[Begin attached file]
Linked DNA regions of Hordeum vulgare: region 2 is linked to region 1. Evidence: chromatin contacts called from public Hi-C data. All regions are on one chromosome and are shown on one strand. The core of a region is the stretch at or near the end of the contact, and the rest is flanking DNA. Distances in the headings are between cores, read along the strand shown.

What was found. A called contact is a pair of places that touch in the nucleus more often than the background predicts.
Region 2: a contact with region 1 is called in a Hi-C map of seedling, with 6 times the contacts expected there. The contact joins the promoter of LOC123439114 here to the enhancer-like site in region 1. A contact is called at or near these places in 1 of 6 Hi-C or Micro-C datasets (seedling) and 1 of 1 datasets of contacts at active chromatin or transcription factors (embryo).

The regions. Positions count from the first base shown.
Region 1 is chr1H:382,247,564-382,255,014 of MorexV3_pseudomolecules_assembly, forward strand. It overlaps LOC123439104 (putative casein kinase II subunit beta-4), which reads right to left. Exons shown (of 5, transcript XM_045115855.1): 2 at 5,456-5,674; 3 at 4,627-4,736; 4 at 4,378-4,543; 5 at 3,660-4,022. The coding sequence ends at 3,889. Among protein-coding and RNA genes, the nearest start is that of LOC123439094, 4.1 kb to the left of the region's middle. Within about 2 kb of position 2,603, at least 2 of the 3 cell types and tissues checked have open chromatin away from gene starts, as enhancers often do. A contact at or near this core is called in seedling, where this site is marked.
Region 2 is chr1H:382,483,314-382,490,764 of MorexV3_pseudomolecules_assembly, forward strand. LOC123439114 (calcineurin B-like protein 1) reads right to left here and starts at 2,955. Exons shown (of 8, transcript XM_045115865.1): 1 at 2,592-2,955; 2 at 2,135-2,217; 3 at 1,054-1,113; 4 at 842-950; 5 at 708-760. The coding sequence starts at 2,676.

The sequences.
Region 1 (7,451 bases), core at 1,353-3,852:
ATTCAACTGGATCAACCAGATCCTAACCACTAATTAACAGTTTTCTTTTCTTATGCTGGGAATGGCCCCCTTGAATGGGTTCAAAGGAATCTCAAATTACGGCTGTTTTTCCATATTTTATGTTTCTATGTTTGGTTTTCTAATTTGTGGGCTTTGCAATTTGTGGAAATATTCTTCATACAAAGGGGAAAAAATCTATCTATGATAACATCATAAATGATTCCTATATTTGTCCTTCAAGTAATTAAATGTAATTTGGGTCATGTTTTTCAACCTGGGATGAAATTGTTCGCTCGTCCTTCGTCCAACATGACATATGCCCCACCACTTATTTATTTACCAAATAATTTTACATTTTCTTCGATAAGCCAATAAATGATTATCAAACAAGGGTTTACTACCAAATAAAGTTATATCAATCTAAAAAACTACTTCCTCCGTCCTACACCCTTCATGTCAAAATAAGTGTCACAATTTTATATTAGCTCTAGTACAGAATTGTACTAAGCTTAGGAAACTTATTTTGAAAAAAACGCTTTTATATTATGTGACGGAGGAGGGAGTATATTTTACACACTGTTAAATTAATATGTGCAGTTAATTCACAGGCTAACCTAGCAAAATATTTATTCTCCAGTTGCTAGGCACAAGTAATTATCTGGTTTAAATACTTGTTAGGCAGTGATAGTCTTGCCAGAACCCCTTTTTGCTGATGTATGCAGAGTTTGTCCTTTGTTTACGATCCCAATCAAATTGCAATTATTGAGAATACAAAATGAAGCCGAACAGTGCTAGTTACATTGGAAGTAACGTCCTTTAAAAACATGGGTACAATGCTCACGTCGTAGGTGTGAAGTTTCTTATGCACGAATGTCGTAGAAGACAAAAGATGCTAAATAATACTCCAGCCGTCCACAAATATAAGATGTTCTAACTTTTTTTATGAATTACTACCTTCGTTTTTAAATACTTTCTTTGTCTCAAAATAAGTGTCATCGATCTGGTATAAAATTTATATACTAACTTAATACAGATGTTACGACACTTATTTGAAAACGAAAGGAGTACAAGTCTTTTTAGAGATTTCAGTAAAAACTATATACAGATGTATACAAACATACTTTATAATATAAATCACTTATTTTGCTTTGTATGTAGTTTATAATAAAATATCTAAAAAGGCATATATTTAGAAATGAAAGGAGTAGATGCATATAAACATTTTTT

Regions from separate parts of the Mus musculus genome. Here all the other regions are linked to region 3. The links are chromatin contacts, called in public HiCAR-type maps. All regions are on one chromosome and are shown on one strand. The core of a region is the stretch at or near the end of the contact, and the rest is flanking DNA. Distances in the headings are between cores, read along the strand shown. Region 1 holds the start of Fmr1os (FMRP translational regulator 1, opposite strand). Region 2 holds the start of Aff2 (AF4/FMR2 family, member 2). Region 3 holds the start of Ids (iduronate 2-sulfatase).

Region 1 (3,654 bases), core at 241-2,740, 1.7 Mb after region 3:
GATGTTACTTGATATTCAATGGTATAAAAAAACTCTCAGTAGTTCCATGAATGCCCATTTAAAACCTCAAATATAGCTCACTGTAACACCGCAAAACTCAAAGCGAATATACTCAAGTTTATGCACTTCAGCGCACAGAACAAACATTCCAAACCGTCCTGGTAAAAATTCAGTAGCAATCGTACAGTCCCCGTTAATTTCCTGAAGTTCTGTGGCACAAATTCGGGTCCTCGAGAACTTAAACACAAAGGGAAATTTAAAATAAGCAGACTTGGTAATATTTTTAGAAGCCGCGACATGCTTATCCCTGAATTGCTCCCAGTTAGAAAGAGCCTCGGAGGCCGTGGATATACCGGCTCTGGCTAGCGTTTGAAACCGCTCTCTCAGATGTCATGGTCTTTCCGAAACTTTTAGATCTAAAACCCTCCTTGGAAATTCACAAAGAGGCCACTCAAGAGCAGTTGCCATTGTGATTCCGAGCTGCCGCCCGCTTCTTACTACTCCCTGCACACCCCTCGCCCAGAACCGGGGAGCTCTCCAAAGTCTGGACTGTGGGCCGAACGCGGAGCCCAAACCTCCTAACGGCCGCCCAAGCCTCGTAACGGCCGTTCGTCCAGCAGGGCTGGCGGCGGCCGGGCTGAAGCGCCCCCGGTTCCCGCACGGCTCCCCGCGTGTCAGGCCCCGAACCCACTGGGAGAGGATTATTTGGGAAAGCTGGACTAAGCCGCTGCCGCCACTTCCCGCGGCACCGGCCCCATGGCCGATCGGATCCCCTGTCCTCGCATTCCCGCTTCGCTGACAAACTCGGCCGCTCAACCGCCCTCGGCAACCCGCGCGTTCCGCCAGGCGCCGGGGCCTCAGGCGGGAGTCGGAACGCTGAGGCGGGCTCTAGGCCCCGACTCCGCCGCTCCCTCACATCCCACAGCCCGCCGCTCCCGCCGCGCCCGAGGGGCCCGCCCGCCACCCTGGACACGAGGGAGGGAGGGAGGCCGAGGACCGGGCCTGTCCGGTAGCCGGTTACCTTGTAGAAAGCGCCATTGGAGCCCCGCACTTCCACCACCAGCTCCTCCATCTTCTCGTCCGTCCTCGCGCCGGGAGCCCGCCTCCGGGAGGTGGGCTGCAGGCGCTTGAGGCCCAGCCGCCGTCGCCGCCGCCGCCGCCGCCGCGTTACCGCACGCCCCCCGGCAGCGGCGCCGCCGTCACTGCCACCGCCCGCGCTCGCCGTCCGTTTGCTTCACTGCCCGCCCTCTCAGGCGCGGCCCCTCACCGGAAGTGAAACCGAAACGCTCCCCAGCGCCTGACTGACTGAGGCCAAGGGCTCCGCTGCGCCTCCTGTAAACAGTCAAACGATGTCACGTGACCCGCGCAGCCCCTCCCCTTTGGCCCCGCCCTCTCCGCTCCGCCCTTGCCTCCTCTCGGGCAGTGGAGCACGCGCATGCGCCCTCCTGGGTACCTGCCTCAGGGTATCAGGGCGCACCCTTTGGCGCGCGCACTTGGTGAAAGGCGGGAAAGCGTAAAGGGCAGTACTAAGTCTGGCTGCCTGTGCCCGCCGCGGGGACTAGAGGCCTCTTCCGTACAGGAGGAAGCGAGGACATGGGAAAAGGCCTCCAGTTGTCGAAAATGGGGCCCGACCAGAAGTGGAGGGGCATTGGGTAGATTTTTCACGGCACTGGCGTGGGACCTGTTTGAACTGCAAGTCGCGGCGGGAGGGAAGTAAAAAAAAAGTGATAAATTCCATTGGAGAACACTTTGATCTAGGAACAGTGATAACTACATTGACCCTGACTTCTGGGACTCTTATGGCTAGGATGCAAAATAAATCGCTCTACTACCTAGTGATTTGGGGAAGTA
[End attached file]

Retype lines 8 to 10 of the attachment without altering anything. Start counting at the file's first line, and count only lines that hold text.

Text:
Region 1 (7,451 bases), core at 1,353-3,852:
ATTCAACTGGATCAACCAGATCCTAACCACTAATTAACAGTTTTCTTTTCTTATGCTGGGAATGGCCCCCTTGAATGGGTTCAAAGGAATCTCAAATTACGGCTGTTTTTCCATATTTTATGTTTCTATGTTTGGTTTTCTAATTTGTGGGCTTTGCAATTTGTGGAAATATTCTTCATACAAAGGGGAAAAAATCTATCTATGATAACATCATAAATGATTCCTATATTTGTCCTTCAAGTAATTAAATGTAATTTGGGTCATGTTTTTCAACCTGGGATGAAATTGTTCGCTCGTCCTTCGTCCAACATGACATATGCCCCACCACTTATTTATTTACCAAATAATTTTACATTTTCTTCGATAAGCCAATAAATGATTATCAAACAAGGGTTTACTACCAAATAAAGTTATATCAATCTAAAAAACTACTTCCTCCGTCCTACACCCTTCATGTCAAAATAAGTGTCACAATTTTATATTAGCTCTAGTACAGAATTGTACTAAGCTTAGGAAACTTATTTTGAAAAAAACGCTTTTATATTATGTGACGGAGGAGGGAGTATATTTTACACACTGTTAAATTAATATGTGCAGTTAATTCACAGGCTAACCTAGCAAAATATTTATTCTCCAGTTGCTAGGCACAAGTAATTATCTGGTTTAAATACTTGTTAGGCAGTGATAGTCTTGCCAGAACCCCTTTTTGCTGATGTATGCAGAGTTTGTCCTTTGTTTACGATCCCAATCAAATTGCAATTATTGAGAATACAAAATGAAGCCGAACAGTGCTAGTTACATTGGAAGTAACGTCCTTTAAAAACATGGGTACAATGCTCACGTCGTAGGTGTGAAGTTTCTTATGCACGAATGTCGTAGAAGACAAAAGATGCTAAATAATACTCCAGCCGTCCACAAATATAAGATGTTCTAACTTTTTTTATGAATTACTACCTTCGTTTTTAAATACTTTCTTTGTCTCAAAATAAGTGTCATCGATCTGGTATAAAATTTATATACTAACTTAATACAGATGTTACGACACTTATTTGAAAACGAAAGGAGTACAAGTCTTTTTAGAGATTTCAGTAAAAACTATATACAGATGTATACAAACATACTTTATAATATAAATCACTTATTTTGCTTTGTATGTAGTTTATAATAAAATATCTAAAAAGGCATATATTTAGAAATGAAAGGAGTAGATGCATATAAACATTTTTT

Regions from separate parts of the Mus musculus genome. Here all the other regions are linked to region 3. The links are chromatin contacts, called in public HiCAR-type maps. All regions are on one chromosome and are shown on one strand. The core of a region is the stretch at or near the end of the contact, and the rest is flanking DNA. Distances in the headings are between cores, read along the strand shown. Region 1 holds the start of Fmr1os (FMRP translational regulator 1, opposite strand). Region 2 holds the start of Aff2 (AF4/FMR2 family, member 2). Region 3 holds the start of Ids (iduronate 2-sulfatase).